Dan Sanchez writes about Ludwig von Mises’ and Randolph Bourne’s reaction to the awful, world-historical tragedy of the Great War:
Both men deplored the Great War for upending, not only their own lives, but Western civilization itself. For Mises, it represented the end of an era. Mises called the century prior the “Age of Liberalism,” a time of rising economic freedom and integration, relative peace, and skyrocketing living standards. In 1914 that was all thrown away in favor of war, collectivism, and central planning.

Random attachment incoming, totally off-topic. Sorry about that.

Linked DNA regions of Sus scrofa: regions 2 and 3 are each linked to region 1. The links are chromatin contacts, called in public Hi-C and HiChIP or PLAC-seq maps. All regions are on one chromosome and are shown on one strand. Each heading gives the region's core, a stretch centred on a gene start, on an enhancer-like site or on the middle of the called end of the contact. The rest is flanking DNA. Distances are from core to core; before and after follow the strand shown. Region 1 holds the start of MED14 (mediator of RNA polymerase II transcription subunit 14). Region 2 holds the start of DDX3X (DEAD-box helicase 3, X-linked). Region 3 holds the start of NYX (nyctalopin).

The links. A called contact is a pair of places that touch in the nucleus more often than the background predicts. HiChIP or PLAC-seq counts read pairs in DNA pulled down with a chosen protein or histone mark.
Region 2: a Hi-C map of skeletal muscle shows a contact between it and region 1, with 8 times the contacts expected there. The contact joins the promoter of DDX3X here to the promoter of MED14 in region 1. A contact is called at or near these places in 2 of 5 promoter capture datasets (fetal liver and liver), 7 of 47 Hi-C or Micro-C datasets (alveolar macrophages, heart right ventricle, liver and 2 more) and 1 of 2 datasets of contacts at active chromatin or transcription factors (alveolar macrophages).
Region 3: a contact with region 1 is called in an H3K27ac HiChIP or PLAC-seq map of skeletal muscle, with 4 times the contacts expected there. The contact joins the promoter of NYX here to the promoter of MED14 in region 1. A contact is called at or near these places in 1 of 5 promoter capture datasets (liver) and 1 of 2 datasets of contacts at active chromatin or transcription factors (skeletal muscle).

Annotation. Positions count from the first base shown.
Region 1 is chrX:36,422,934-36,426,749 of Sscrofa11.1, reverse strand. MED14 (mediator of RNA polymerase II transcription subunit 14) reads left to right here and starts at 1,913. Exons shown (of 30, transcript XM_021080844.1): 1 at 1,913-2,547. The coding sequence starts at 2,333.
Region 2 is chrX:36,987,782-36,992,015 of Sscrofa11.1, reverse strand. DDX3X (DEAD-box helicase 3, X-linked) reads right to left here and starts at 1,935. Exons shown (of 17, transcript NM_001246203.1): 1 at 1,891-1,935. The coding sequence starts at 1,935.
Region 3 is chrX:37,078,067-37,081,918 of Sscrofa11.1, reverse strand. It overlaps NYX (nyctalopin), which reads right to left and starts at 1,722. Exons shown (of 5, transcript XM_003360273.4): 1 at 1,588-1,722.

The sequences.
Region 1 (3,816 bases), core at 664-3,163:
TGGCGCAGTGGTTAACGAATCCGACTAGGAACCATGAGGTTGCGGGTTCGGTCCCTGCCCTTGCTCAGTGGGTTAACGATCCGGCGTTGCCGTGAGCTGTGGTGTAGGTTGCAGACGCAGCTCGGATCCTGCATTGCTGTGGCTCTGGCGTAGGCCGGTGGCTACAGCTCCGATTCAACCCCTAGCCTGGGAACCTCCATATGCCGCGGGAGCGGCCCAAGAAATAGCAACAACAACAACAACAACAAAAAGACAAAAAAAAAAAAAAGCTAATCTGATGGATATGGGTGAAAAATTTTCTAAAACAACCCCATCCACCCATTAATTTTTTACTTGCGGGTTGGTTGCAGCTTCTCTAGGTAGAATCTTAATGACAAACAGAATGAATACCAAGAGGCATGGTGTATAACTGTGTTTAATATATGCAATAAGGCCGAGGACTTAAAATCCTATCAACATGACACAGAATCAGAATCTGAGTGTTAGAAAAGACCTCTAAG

The mind-meltingly frustrating thing is, how many people like things the way they are, rather than the way they could be. A society-wide endowment effect that keeps us shackled to nth-best outcomes.